Growing Leaders: A Farmer’s Advice

I grew up on a farm, and I’ve come to understand that growing leaders and farming have several things in common. If you’ve got a crop of leaders to develop, consider this farmer’s advice.

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Personal experience way back then taught me to look forward to summertime. One of the consistent pleasures of Summer has always been that it’s the period when earlier Spring planting and cultivating begins literally, to bear fruit. If conscientious farmers have properly prepared the ground; planted the seeds; eliminated the weeds; and, of course, if rain and sun have cooperated accordingly — VOILA! 

The fruits (and vegetables) borne from intentional, conscientious effort predictably materialize. Almost like magic! Who doesn’t look forward to, in due season, homegrown, fresh-from-the-field-to-the-table tomatoes, beans, corn, lettuce, and the like? They are nature’s rewards for a farmer’s efforts!

Still Farming, Just Growing Leaders Now

Okay, I admit it. I haven’t personally tended a garden in years. 

Nevertheless, I haven’t forgotten those fundamental farming lessons I learned long ago. In fact, without intending to insult all the hardworking, day-in, day-out farmers I know, I still proudly consider myself one of them at my core. But rather than fruits and vegetables, I’m growing leaders, hopefully, hearty crops of them each year.  

Plowing an even deeper furrow in this farming analogy, over the past four decades, I’ve been fortunate to work with several organizations whose fields of leadership growth and opportunity provided near-perfect conditions for raising bountiful crops of leaders year after year. 

Professional organizations whose corporate values provided ample opportunity (fertile ground) to raise up committed leaders. Corporate cultures in which available resources (fertilizer) were deliberately applied. Organizations whose senior leaders recognized and accepted the need for leadership succession and due leadership preparation. Senior leaders who were unintimidated, diligently preparing to eventually replace themselves (crop rotation) with a future generation of leaders capable of many future seasons of high-end growth and successful performance.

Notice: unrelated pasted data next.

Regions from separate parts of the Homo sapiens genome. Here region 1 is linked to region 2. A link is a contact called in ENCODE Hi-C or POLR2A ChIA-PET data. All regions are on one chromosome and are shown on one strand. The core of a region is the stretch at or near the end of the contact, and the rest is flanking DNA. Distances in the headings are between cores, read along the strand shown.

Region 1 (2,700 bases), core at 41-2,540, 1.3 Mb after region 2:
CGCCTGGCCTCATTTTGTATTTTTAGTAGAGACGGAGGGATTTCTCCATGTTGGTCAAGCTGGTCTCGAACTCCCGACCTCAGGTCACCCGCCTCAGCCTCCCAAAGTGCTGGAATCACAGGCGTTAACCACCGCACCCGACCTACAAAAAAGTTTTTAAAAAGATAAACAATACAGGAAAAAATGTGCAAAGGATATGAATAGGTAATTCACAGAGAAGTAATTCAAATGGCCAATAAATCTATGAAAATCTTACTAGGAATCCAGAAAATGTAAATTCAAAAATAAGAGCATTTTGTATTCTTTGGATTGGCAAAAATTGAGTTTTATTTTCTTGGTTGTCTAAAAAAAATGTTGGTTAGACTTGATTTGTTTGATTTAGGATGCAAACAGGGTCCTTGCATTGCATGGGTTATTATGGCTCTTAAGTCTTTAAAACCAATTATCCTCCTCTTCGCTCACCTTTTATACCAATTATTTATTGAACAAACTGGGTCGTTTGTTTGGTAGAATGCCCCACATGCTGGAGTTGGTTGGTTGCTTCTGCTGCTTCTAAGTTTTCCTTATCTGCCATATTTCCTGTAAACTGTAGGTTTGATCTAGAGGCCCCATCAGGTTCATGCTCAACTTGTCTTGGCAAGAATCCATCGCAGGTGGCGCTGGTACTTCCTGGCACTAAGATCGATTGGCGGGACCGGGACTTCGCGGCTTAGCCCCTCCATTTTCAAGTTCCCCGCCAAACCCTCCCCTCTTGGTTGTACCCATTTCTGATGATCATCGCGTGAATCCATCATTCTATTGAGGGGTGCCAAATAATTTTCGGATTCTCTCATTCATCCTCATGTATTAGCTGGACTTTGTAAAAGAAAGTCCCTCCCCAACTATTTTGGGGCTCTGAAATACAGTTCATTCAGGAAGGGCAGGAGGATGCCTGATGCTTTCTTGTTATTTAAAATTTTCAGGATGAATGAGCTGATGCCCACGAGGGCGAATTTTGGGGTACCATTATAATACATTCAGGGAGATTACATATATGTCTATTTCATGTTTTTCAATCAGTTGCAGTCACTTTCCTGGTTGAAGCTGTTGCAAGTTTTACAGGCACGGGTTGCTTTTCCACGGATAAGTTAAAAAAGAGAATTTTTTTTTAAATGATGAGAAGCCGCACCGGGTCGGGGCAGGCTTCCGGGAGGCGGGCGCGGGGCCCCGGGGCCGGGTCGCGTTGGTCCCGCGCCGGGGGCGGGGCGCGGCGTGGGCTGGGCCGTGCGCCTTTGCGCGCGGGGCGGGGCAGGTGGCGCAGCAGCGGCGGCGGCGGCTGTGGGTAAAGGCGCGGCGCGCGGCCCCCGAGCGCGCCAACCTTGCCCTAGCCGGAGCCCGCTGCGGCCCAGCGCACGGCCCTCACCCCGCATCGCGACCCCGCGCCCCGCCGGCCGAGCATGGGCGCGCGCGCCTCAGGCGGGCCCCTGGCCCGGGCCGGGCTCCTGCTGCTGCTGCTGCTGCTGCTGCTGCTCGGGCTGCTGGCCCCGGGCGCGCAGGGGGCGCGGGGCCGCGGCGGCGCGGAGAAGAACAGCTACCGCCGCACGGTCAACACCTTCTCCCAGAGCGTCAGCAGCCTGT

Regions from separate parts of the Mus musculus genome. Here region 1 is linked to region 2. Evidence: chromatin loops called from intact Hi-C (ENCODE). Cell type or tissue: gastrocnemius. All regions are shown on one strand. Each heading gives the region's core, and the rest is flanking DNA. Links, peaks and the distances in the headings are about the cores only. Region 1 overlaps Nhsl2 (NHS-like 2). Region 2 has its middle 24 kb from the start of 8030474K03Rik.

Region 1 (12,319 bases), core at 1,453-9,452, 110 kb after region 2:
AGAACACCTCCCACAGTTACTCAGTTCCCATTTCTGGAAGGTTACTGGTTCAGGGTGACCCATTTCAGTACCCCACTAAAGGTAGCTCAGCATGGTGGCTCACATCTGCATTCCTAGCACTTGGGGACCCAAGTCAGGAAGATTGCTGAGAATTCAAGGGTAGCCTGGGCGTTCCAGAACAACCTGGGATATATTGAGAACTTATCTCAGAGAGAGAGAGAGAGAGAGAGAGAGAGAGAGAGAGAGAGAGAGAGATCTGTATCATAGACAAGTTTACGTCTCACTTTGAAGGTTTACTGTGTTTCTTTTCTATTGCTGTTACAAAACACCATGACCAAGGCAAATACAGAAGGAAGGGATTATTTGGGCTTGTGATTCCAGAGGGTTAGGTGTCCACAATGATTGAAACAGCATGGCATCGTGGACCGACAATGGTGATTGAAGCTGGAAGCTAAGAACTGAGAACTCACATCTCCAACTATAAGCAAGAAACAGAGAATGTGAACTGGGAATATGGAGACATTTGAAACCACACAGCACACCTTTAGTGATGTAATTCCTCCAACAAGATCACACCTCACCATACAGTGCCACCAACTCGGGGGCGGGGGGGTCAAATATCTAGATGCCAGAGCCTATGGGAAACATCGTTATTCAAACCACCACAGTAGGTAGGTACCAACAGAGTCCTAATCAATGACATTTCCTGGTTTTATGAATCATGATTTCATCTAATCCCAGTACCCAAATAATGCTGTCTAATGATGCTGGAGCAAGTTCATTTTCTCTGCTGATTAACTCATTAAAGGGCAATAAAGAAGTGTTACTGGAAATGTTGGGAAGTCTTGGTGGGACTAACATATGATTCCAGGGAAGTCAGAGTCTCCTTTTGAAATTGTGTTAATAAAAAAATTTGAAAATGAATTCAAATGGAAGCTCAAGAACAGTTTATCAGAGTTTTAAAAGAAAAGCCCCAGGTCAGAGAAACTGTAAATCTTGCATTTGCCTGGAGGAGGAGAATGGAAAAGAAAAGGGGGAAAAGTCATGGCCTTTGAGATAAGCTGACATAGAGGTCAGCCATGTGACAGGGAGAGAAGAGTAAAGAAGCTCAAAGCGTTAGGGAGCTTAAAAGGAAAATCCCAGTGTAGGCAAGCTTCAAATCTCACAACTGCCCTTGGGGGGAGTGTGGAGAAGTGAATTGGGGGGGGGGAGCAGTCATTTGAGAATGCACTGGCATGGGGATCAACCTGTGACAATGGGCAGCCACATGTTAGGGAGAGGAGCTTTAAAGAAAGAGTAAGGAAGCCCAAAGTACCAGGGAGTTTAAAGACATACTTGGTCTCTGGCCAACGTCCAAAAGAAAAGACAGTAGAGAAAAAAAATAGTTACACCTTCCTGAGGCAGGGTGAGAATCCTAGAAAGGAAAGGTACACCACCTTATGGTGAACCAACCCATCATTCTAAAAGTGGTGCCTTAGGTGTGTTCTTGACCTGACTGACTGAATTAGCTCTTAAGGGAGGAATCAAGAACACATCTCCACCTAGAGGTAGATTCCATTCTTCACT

Yes, fertile fields of leadership development opportunities do still exist. 

But sadly, woefully unproductive organizational fields can also be found. Barren (poor bench strength), eroded (high turnover) fields. Fields in which minimal attention has been given to growing (new crop) leaders. Fields overtaken by weeds (poorly developed policies and procedures) and obstacles (past precedents) because careful cultivation (methodical growth and development) was, at best, an afterthought, if thought of at all. 

Too often, those very fields have become dumping grounds in which trash heaps (bad decisions) and refuse (failed initiatives) have accumulated. In such environments future leadership growth, organization production, and bountiful success become virtually impossible outcomes.

Did I mention I love fertile organizational leadership development opportunities?

Breaking Fallow Ground

In the Spring of 2024, when a farmer’s attention turns to the next crop planting, our office received the following unsolicited—and completely unexpected—email. In part, it read: 

“I work for (company name withheld). …Just to let you know I have been to the training course of Phillip Van Hooser in the early 1980s when I worked as a manager for (company name withheld). We need management training for our frontline managers and our leads (supervisors) for our assembly lines and our warehouse. …I highly recommended you guys to them (current management) because for the 40 years I’ve been in management the skills that you taught me really helped me through my journey of being a manager.” ~ Joey